Electrons with Planckian scattering obey standard orbital motion in a magnetic field

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Ataei, Amirreza
Gourgout, Adrien
Grissonnanche, Gael
Chen, Lin-Jie
Baglo, Jordan
Boulanger, Marie-Eve
Laliberté, Francis
Badoux, Sven
Doiron-Leyraud, Nicolas
Oliviero, Vincent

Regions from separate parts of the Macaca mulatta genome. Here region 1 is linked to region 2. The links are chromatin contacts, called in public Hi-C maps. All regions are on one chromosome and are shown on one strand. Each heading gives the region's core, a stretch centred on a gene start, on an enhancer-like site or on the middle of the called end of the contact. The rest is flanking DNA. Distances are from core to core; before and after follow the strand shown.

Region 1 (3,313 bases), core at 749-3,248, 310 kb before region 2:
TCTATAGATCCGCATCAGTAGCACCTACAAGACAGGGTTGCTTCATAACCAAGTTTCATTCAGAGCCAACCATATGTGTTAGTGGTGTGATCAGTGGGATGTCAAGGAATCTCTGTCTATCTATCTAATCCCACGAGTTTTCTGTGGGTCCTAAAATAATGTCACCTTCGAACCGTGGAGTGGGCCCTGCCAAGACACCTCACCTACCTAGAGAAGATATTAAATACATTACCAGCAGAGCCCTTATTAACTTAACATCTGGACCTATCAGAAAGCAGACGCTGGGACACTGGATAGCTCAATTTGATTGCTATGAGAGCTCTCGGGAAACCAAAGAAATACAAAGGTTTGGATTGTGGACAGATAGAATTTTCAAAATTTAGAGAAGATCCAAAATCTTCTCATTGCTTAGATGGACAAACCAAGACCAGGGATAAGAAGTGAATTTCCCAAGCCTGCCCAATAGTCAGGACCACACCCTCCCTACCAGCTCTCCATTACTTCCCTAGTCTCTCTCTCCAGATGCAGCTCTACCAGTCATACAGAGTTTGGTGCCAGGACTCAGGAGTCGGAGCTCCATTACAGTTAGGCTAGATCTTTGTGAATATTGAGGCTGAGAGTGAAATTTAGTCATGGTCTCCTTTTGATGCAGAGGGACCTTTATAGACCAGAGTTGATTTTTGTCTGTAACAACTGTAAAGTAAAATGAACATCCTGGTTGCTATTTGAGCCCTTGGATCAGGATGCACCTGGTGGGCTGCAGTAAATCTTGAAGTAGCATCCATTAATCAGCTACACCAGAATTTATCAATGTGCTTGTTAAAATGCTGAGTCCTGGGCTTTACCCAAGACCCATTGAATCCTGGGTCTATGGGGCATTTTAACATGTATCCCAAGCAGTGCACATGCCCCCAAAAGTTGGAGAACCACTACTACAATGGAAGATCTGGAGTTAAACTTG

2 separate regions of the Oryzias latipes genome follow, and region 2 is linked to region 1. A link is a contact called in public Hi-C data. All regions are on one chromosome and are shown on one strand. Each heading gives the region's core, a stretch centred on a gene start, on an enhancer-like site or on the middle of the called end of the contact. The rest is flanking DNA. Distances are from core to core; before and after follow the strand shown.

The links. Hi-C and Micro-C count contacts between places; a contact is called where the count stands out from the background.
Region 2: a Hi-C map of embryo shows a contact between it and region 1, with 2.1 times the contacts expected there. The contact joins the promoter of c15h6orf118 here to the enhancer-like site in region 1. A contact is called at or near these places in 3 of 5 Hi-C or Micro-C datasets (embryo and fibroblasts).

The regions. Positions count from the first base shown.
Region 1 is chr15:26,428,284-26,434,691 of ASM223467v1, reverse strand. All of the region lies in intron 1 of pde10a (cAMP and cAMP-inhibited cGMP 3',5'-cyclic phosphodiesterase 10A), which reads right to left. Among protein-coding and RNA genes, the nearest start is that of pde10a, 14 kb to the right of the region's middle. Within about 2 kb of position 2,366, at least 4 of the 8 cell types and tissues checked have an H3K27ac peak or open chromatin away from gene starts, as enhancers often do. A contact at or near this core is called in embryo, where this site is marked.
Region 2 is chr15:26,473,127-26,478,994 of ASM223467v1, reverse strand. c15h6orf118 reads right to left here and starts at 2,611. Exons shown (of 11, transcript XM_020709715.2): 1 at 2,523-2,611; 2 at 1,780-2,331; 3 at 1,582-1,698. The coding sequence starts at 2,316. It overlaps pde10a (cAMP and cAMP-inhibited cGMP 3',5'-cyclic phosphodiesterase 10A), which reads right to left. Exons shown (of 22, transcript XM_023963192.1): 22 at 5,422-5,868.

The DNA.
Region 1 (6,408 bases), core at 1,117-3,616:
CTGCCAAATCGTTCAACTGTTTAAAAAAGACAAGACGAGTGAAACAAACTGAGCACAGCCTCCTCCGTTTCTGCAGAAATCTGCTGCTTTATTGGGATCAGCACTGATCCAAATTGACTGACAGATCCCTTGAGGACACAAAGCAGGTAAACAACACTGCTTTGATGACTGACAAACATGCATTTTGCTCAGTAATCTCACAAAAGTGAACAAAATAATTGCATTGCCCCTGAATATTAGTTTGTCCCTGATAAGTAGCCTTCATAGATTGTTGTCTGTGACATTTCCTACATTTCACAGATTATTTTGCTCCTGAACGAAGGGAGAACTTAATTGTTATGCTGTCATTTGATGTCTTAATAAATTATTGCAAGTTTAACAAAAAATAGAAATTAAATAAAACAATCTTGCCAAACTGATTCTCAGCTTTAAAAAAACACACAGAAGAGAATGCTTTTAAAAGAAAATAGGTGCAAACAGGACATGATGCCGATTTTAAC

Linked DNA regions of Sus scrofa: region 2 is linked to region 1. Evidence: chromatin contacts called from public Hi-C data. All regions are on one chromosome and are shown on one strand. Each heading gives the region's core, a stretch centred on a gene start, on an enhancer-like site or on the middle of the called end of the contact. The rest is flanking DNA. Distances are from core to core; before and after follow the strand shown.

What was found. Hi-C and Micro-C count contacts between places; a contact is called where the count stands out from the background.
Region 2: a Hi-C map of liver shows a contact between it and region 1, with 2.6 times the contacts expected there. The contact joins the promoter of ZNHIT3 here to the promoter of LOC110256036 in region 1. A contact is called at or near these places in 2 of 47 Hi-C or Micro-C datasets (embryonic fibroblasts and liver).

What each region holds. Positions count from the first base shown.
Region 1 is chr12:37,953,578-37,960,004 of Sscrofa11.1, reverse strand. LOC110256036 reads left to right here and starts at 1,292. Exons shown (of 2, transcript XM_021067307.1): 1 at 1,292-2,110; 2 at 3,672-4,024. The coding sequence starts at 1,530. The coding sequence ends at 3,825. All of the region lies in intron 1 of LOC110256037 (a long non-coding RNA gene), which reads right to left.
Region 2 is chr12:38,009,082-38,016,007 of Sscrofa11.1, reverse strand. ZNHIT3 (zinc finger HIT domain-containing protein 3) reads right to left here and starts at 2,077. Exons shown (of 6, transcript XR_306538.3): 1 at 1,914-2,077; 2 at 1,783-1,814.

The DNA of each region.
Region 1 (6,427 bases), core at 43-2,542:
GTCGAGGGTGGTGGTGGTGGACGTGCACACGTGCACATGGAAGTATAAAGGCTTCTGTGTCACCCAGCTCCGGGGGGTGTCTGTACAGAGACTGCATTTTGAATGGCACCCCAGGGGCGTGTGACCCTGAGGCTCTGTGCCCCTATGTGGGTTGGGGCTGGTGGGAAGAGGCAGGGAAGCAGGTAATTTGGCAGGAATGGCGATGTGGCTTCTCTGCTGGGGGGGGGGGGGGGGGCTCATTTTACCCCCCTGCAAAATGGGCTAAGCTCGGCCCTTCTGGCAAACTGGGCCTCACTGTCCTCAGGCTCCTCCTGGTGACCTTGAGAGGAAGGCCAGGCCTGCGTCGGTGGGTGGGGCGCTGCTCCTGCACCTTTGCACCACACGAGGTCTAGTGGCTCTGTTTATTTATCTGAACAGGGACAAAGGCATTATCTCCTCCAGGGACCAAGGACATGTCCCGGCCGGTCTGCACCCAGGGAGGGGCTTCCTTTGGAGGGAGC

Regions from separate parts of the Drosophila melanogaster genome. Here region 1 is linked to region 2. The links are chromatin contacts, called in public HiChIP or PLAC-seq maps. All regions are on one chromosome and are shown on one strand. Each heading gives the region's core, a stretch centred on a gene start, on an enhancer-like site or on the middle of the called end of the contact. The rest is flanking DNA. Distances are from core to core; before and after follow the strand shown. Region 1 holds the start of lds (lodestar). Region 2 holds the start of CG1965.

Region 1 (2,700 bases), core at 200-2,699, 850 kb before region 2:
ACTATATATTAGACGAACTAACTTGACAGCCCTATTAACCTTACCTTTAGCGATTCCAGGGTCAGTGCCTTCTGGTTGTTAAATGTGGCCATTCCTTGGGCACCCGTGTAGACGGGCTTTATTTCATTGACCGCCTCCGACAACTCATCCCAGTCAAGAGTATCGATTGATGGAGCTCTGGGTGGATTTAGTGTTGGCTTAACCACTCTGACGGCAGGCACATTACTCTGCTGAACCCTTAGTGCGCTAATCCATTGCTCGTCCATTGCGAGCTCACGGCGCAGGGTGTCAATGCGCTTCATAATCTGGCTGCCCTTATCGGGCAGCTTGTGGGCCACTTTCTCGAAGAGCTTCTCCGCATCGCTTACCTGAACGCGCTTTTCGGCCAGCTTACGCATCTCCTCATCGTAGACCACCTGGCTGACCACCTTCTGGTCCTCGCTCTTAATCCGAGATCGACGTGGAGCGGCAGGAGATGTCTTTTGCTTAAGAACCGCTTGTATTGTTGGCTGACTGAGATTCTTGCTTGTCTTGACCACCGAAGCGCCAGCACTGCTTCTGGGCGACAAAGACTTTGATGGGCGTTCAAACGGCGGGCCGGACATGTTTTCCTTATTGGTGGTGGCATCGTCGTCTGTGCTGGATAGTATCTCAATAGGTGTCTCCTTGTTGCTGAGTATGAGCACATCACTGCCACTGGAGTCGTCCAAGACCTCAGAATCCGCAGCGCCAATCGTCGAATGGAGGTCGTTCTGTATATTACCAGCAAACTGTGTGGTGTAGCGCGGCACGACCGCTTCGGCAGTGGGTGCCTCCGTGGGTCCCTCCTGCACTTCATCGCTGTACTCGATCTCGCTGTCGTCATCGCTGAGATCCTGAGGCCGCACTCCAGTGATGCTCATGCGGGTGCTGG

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In various "strange" metals, electrons undergo Planckian dissipation, a strong and anomalous scattering that grows linearly with temperature, in contrast to the quadratic temperature dependence expected from the standard theory of metals. In some cuprates and pnictides, a linear dependence of the resistivity on magnetic field has also been considered anomalous - possibly an additional facet of Planckian dissipation. Here we show that the resistivity of the cuprate strange metals Nd-LSCO and LSCO is quantitatively consistent with the standard Boltzmann theory of electron motion in a magnetic field, in all aspects - field strength, field direction, temperature, and disorder level. The linear field dependence is found to be simply the consequence of scattering rate anisotropy. We conclude that Planckian dissipation is anomalous in its temperature dependence but not in its field dependence. The scattering rate in these cuprates does not depend on field, which means their Planckian dissipation is robust against fields up to at least 85 T.



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